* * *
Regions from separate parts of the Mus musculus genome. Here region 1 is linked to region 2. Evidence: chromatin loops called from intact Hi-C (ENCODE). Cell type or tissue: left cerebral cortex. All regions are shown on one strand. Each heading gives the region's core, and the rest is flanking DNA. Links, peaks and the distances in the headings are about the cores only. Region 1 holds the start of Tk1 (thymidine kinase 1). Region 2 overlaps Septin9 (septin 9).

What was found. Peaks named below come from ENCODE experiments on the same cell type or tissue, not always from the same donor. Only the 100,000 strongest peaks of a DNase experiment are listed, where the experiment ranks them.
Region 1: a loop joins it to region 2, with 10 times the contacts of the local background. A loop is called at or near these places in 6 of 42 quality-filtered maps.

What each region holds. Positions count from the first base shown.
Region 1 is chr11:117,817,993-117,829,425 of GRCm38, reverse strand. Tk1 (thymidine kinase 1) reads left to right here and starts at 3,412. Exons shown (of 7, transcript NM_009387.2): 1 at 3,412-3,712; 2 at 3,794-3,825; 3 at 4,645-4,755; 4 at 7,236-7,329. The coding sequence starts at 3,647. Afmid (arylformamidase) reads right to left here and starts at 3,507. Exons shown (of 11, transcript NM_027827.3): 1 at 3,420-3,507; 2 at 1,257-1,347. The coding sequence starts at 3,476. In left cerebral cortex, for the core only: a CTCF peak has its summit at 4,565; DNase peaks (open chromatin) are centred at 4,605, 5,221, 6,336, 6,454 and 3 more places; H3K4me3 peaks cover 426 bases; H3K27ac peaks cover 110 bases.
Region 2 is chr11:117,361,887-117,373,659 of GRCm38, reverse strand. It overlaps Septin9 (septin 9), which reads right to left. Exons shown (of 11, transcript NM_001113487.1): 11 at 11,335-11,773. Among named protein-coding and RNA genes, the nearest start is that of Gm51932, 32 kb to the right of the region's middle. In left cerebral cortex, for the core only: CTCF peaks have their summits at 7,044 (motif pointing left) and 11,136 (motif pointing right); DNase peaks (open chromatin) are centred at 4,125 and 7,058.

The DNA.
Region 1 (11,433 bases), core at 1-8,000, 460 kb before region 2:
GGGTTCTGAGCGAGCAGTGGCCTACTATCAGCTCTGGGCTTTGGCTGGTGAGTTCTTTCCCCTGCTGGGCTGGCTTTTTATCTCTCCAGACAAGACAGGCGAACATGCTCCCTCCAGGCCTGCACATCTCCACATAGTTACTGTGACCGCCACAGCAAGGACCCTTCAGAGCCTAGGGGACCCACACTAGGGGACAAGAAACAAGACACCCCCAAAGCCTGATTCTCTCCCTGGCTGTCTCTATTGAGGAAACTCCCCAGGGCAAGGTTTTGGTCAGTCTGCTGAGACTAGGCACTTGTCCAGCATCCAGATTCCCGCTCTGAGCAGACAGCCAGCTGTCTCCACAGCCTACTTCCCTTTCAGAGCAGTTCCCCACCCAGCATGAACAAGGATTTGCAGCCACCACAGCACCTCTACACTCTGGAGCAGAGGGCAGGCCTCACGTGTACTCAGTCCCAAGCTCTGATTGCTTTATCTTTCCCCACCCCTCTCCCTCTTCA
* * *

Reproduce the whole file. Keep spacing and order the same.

Regions from separate parts of the Mus musculus genome. Here region 1 is linked to region 2. Evidence: chromatin loops called from intact Hi-C (ENCODE). Cell type or tissue: left cerebral cortex. All regions are shown on one strand. Each heading gives the region's core, and the rest is flanking DNA. Links, peaks and the distances in the headings are about the cores only. Region 1 holds the start of Tk1 (thymidine kinase 1). Region 2 overlaps Septin9 (septin 9).

What was found. Peaks named below come from ENCODE experiments on the same cell type or tissue, not always from the same donor. Only the 100,000 strongest peaks of a DNase experiment are listed, where the experiment ranks them.
Region 1: a loop joins it to region 2, with 10 times the contacts of the local background. A loop is called at or near these places in 6 of 42 quality-filtered maps.

What each region holds. Positions count from the first base shown.
Region 1 is chr11:117,817,993-117,829,425 of GRCm38, reverse strand. Tk1 (thymidine kinase 1) reads left to right here and starts at 3,412. Exons shown (of 7, transcript NM_009387.2): 1 at 3,412-3,712; 2 at 3,794-3,825; 3 at 4,645-4,755; 4 at 7,236-7,329. The coding sequence starts at 3,647. Afmid (arylformamidase) reads right to left here and starts at 3,507. Exons shown (of 11, transcript NM_027827.3): 1 at 3,420-3,507; 2 at 1,257-1,347. The coding sequence starts at 3,476. In left cerebral cortex, for the core only: a CTCF peak has its summit at 4,565; DNase peaks (open chromatin) are centred at 4,605, 5,221, 6,336, 6,454 and 3 more places; H3K4me3 peaks cover 426 bases; H3K27ac peaks cover 110 bases.
Region 2 is chr11:117,361,887-117,373,659 of GRCm38, reverse strand. It overlaps Septin9 (septin 9), which reads right to left. Exons shown (of 11, transcript NM_001113487.1): 11 at 11,335-11,773. Among named protein-coding and RNA genes, the nearest start is that of Gm51932, 32 kb to the right of the region's middle. In left cerebral cortex, for the core only: CTCF peaks have their summits at 7,044 (motif pointing left) and 11,136 (motif pointing right); DNase peaks (open chromatin) are centred at 4,125 and 7,058.

The DNA.
Region 1 (11,433 bases), core at 1-8,000, 460 kb before region 2:
GGGTTCTGAGCGAGCAGTGGCCTACTATCAGCTCTGGGCTTTGGCTGGTGAGTTCTTTCCCCTGCTGGGCTGGCTTTTTATCTCTCCAGACAAGACAGGCGAACATGCTCCCTCCAGGCCTGCACATCTCCACATAGTTACTGTGACCGCCACAGCAAGGACCCTTCAGAGCCTAGGGGACCCACACTAGGGGACAAGAAACAAGACACCCCCAAAGCCTGATTCTCTCCCTGGCTGTCTCTATTGAGGAAACTCCCCAGGGCAAGGTTTTGGTCAGTCTGCTGAGACTAGGCACTTGTCCAGCATCCAGATTCCCGCTCTGAGCAGACAGCCAGCTGTCTCCACAGCCTACTTCCCTTTCAGAGCAGTTCCCCACCCAGCATGAACAAGGATTTGCAGCCACCACAGCACCTCTACACTCTGGAGCAGAGGGCAGGCCTCACGTGTACTCAGTCCCAAGCTCTGATTGCTTTATCTTTCCCCACCCCTCTCCCTCTTCA